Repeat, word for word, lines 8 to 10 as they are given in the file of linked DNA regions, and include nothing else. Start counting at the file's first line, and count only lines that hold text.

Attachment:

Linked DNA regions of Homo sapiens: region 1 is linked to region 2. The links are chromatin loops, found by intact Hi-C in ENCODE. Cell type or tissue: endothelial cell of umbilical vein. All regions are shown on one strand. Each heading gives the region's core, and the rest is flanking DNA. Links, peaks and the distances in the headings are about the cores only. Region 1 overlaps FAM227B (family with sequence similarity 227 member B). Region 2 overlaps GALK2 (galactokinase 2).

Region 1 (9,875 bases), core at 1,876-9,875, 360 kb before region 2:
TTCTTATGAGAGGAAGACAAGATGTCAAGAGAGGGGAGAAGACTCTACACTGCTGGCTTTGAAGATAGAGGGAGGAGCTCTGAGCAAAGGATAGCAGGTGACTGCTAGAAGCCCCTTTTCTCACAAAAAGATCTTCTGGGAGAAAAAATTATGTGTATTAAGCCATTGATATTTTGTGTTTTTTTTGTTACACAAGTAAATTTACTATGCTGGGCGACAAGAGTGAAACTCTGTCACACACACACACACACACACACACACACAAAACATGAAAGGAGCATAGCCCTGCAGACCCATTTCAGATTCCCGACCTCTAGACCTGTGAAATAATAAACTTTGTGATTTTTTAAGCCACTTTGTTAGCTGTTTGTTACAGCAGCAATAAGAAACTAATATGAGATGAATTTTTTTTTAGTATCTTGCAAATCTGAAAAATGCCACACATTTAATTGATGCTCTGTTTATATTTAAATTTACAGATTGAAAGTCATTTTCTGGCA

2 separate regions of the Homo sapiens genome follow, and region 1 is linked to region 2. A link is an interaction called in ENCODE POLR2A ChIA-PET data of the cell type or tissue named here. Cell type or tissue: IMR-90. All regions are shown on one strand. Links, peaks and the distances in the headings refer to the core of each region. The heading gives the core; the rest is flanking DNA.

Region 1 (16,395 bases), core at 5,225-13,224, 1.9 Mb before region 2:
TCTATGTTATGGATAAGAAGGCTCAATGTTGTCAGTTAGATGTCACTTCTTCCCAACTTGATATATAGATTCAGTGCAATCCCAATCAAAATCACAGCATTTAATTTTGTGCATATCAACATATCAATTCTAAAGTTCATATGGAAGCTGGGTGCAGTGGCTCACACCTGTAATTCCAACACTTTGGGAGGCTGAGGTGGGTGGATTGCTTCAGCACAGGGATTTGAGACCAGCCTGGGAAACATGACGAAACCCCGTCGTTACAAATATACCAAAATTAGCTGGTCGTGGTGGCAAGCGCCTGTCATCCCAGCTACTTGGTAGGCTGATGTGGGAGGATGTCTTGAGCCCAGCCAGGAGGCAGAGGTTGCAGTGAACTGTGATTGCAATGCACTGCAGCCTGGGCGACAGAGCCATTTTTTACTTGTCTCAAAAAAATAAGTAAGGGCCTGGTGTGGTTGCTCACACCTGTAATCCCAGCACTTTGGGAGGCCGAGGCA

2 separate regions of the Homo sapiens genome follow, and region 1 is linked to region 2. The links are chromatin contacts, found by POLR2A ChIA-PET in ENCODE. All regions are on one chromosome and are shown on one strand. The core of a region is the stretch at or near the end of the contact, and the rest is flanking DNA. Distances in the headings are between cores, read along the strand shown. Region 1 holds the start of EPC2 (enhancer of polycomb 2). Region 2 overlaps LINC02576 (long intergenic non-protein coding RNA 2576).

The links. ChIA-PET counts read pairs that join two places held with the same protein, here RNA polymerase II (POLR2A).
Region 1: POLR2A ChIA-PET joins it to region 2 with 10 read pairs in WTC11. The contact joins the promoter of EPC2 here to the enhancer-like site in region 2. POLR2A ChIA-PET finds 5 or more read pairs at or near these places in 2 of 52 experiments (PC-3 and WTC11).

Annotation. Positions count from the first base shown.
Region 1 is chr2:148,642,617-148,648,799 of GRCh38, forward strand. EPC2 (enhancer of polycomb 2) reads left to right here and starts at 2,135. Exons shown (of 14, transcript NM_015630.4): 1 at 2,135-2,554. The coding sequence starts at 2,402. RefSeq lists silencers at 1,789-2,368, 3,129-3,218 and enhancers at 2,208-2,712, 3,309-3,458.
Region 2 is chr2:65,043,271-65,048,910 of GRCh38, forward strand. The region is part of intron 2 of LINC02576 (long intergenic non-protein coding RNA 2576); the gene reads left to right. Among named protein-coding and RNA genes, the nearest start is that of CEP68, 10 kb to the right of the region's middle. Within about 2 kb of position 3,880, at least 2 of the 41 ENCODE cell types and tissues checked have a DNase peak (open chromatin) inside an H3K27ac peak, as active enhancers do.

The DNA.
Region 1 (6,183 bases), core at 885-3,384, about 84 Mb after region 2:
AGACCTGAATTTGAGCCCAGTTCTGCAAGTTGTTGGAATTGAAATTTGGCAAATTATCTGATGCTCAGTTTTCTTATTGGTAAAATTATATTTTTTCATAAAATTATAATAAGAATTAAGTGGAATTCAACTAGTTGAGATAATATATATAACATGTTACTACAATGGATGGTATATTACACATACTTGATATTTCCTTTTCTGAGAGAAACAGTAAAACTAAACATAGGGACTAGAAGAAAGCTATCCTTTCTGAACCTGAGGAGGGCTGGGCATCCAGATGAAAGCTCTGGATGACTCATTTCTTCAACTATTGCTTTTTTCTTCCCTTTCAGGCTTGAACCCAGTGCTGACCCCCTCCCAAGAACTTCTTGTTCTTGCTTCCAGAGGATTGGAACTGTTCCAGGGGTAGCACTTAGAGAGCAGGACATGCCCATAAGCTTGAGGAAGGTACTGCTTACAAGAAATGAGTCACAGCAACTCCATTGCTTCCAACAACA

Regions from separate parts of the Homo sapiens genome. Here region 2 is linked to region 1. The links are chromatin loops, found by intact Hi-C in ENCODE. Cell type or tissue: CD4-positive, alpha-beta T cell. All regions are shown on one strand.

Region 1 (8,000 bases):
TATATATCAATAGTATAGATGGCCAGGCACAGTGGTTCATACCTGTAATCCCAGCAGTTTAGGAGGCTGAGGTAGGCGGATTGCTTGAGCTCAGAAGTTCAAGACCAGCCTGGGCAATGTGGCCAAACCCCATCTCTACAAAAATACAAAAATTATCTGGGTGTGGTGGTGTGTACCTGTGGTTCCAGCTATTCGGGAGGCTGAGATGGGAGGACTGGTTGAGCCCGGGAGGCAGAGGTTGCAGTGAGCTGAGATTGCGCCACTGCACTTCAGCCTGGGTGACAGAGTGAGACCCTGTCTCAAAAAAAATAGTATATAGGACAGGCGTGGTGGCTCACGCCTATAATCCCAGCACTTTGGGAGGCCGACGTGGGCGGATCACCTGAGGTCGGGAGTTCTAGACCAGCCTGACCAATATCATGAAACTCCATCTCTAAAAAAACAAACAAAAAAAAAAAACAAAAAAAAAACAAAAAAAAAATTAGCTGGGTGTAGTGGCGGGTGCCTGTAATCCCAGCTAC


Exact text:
The links. ChIA-PET counts read pairs that join two places held with the same protein, here RNA polymerase II (POLR2A).
Region 1: POLR2A ChIA-PET joins it to region 2 with 10 read pairs in WTC11. The contact joins the promoter of EPC2 here to the enhancer-like site in region 2. POLR2A ChIA-PET finds 5 or more read pairs at or near these places in 2 of 52 experiments (PC-3 and WTC11).

Annotation. Positions count from the first base shown.